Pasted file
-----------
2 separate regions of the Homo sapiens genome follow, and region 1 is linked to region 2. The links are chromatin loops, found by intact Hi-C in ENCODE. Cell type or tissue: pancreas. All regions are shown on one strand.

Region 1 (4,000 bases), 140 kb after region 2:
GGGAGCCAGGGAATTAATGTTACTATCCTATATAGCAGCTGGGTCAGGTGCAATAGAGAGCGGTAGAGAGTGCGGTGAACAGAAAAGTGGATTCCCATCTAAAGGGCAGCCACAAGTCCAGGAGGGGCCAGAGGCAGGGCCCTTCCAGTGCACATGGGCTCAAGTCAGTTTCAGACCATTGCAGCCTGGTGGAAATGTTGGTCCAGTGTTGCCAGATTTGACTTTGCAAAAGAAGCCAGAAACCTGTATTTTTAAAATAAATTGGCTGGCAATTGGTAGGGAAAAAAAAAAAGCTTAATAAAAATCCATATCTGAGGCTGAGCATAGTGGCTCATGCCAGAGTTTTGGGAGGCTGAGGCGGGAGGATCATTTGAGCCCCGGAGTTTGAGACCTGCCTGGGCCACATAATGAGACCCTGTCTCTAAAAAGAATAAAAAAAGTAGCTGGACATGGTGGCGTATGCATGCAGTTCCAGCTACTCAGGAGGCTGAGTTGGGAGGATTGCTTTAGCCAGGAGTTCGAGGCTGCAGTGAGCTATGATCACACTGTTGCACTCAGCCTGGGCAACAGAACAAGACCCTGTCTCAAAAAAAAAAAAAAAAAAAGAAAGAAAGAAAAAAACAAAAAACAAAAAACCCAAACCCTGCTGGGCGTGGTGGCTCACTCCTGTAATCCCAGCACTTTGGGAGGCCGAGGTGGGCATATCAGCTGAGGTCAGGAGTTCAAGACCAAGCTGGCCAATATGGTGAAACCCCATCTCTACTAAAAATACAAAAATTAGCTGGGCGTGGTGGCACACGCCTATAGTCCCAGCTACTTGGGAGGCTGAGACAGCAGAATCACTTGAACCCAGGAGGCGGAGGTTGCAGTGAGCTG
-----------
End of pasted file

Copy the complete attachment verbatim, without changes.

2 separate regions of the Homo sapiens genome follow, and region 1 is linked to region 2. The links are chromatin loops, found by intact Hi-C in ENCODE. Cell type or tissue: pancreas. All regions are shown on one strand.

Region 1 (4,000 bases), 140 kb after region 2:
GGGAGCCAGGGAATTAATGTTACTATCCTATATAGCAGCTGGGTCAGGTGCAATAGAGAGCGGTAGAGAGTGCGGTGAACAGAAAAGTGGATTCCCATCTAAAGGGCAGCCACAAGTCCAGGAGGGGCCAGAGGCAGGGCCCTTCCAGTGCACATGGGCTCAAGTCAGTTTCAGACCATTGCAGCCTGGTGGAAATGTTGGTCCAGTGTTGCCAGATTTGACTTTGCAAAAGAAGCCAGAAACCTGTATTTTTAAAATAAATTGGCTGGCAATTGGTAGGGAAAAAAAAAAAGCTTAATAAAAATCCATATCTGAGGCTGAGCATAGTGGCTCATGCCAGAGTTTTGGGAGGCTGAGGCGGGAGGATCATTTGAGCCCCGGAGTTTGAGACCTGCCTGGGCCACATAATGAGACCCTGTCTCTAAAAAGAATAAAAAAAGTAGCTGGACATGGTGGCGTATGCATGCAGTTCCAGCTACTCAGGAGGCTGAGTTGGGAGGATTGCTTTAGCCAGGAGTTCGAGGCTGCAGTGAGCTATGATCACACTGTTGCACTCAGCCTGGGCAACAGAACAAGACCCTGTCTCAAAAAAAAAAAAAAAAAAAGAAAGAAAGAAAAAAACAAAAAACAAAAAACCCAAACCCTGCTGGGCGTGGTGGCTCACTCCTGTAATCCCAGCACTTTGGGAGGCCGAGGTGGGCATATCAGCTGAGGTCAGGAGTTCAAGACCAAGCTGGCCAATATGGTGAAACCCCATCTCTACTAAAAATACAAAAATTAGCTGGGCGTGGTGGCACACGCCTATAGTCCCAGCTACTTGGGAGGCTGAGACAGCAGAATCACTTGAACCCAGGAGGCGGAGGTTGCAGTGAGCTG